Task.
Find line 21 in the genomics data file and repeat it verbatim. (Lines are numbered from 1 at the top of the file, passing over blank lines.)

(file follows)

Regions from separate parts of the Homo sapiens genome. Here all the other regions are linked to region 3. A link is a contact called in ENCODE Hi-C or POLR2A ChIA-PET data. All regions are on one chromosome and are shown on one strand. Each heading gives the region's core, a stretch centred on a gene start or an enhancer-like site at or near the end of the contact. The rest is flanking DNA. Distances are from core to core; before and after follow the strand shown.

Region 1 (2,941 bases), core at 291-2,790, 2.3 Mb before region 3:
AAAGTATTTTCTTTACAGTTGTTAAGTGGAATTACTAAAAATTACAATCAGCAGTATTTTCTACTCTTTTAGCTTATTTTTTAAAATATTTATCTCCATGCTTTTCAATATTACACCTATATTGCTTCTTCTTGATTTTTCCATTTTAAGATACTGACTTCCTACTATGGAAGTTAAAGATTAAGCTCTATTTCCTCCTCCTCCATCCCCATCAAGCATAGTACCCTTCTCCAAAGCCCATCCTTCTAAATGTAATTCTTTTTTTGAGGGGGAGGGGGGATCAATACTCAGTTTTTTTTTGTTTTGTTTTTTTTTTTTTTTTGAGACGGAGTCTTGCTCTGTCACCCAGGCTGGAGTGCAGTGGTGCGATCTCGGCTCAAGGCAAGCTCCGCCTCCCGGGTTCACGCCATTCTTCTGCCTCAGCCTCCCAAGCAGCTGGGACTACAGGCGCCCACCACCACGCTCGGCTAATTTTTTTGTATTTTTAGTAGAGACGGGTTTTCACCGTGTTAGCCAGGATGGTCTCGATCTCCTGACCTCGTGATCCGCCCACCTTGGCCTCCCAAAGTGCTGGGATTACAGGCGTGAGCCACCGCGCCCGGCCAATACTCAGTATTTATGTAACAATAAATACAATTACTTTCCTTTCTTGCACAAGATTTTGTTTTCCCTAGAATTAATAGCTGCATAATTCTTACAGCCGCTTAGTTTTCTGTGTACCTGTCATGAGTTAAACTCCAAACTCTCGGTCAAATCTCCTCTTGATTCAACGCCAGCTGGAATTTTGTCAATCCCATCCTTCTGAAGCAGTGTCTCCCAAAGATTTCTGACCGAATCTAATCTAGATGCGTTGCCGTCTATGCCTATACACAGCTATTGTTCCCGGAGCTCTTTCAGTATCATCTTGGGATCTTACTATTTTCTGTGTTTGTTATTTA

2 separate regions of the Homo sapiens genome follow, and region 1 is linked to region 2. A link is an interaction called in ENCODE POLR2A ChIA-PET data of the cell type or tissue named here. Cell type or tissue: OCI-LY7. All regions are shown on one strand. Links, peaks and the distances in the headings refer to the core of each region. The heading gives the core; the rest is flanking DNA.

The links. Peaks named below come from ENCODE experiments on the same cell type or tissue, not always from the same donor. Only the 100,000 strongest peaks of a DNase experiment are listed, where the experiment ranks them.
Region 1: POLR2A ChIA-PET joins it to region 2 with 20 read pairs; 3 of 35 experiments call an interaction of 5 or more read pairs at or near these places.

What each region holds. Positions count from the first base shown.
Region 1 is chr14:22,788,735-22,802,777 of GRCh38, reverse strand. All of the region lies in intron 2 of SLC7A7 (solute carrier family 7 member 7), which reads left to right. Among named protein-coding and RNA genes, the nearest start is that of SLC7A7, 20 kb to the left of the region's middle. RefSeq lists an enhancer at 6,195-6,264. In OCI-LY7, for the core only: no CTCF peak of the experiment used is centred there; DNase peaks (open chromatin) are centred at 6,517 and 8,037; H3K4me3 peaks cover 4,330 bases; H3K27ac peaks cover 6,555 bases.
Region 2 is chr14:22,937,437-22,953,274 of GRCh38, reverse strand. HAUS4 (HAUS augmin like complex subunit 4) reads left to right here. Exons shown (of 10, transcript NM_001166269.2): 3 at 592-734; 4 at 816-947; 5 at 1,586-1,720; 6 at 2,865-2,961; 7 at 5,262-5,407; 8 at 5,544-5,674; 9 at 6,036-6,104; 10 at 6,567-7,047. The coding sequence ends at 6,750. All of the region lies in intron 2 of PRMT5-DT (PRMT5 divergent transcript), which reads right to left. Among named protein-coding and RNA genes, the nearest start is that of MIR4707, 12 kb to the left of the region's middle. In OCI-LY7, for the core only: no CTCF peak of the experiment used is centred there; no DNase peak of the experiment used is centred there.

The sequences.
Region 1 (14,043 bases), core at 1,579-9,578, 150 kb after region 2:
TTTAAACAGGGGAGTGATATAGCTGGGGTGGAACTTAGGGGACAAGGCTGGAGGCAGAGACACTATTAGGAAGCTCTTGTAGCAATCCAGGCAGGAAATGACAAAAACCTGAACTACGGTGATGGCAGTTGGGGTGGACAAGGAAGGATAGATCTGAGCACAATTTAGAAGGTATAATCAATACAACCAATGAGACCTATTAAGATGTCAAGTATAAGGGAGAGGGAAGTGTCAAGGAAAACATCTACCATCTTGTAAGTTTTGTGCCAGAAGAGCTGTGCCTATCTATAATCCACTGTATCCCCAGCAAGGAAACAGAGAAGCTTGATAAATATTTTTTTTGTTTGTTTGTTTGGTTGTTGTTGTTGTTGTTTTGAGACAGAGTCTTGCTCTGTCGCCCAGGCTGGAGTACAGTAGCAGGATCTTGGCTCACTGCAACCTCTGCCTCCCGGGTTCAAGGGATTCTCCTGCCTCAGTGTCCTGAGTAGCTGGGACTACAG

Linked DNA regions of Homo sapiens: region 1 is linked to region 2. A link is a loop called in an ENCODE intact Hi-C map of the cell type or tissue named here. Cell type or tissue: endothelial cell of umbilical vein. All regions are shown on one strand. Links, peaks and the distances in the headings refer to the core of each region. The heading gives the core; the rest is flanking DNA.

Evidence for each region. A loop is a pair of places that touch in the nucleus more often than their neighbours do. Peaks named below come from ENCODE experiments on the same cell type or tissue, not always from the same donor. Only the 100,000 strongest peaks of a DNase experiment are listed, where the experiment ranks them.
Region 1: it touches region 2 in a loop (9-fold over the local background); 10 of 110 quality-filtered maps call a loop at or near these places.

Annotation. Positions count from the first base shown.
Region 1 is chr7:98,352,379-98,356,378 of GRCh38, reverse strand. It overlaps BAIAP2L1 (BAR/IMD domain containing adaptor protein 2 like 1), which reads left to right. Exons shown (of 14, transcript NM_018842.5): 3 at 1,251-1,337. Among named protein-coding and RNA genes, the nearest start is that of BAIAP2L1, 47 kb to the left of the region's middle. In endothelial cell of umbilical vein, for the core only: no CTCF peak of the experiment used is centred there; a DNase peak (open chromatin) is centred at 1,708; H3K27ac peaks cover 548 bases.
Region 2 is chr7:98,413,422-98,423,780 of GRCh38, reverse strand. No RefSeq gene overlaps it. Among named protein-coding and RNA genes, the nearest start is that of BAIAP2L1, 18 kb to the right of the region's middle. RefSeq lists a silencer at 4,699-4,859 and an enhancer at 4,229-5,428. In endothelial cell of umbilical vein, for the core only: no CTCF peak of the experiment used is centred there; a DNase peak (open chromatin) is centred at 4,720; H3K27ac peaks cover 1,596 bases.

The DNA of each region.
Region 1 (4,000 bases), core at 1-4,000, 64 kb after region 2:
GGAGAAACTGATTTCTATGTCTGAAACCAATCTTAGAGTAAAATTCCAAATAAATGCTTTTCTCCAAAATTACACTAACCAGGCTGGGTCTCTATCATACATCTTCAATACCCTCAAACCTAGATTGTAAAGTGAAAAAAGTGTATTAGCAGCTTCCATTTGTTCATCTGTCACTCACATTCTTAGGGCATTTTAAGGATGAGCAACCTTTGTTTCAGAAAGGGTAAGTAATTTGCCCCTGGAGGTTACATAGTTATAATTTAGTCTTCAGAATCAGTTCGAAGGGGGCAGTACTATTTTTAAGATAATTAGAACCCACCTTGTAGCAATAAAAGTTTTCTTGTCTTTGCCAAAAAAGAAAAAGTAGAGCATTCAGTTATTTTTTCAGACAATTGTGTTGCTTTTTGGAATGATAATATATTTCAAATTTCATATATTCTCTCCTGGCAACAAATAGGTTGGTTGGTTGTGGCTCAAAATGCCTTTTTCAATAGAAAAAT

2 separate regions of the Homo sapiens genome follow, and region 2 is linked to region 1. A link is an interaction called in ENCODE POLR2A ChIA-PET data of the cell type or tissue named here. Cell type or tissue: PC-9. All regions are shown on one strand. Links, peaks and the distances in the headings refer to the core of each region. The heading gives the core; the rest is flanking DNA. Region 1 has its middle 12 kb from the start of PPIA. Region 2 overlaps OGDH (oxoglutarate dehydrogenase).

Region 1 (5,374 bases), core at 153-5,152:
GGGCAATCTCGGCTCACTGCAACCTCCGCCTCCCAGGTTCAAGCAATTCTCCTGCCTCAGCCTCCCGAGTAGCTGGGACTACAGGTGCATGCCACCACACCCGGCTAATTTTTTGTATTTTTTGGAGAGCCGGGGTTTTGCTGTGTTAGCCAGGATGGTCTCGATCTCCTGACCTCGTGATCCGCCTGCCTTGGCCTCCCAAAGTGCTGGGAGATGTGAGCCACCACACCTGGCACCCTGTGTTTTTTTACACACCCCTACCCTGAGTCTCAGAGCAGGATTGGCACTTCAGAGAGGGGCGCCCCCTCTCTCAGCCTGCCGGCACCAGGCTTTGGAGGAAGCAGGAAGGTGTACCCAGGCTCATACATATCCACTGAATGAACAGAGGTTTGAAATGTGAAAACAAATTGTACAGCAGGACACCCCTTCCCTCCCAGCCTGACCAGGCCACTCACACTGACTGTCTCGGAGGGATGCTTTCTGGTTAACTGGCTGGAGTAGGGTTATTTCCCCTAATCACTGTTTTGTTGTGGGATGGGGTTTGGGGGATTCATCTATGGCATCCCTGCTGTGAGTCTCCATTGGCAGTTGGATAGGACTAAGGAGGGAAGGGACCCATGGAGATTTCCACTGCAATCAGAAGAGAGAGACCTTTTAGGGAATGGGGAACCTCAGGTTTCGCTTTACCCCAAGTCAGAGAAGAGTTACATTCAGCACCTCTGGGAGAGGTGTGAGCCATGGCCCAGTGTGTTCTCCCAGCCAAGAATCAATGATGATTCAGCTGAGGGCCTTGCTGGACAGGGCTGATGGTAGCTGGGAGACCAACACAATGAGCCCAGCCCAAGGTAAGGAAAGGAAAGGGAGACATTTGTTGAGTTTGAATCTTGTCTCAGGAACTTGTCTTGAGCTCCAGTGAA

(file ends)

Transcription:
GGAGAAACTGATTTCTATGTCTGAAACCAATCTTAGAGTAAAATTCCAAATAAATGCTTTTCTCCAAAATTACACTAACCAGGCTGGGTCTCTATCATACATCTTCAATACCCTCAAACCTAGATTGTAAAGTGAAAAAAGTGTATTAGCAGCTTCCATTTGTTCATCTGTCACTCACATTCTTAGGGCATTTTAAGGATGAGCAACCTTTGTTTCAGAAAGGGTAAGTAATTTGCCCCTGGAGGTTACATAGTTATAATTTAGTCTTCAGAATCAGTTCGAAGGGGGCAGTACTATTTTTAAGATAATTAGAACCCACCTTGTAGCAATAAAAGTTTTCTTGTCTTTGCCAAAAAAGAAAAAGTAGAGCATTCAGTTATTTTTTCAGACAATTGTGTTGCTTTTTGGAATGATAATATATTTCAAATTTCATATATTCTCTCCTGGCAACAAATAGGTTGGTTGGTTGTGGCTCAAAATGCCTTTTTCAATAGAAAAAT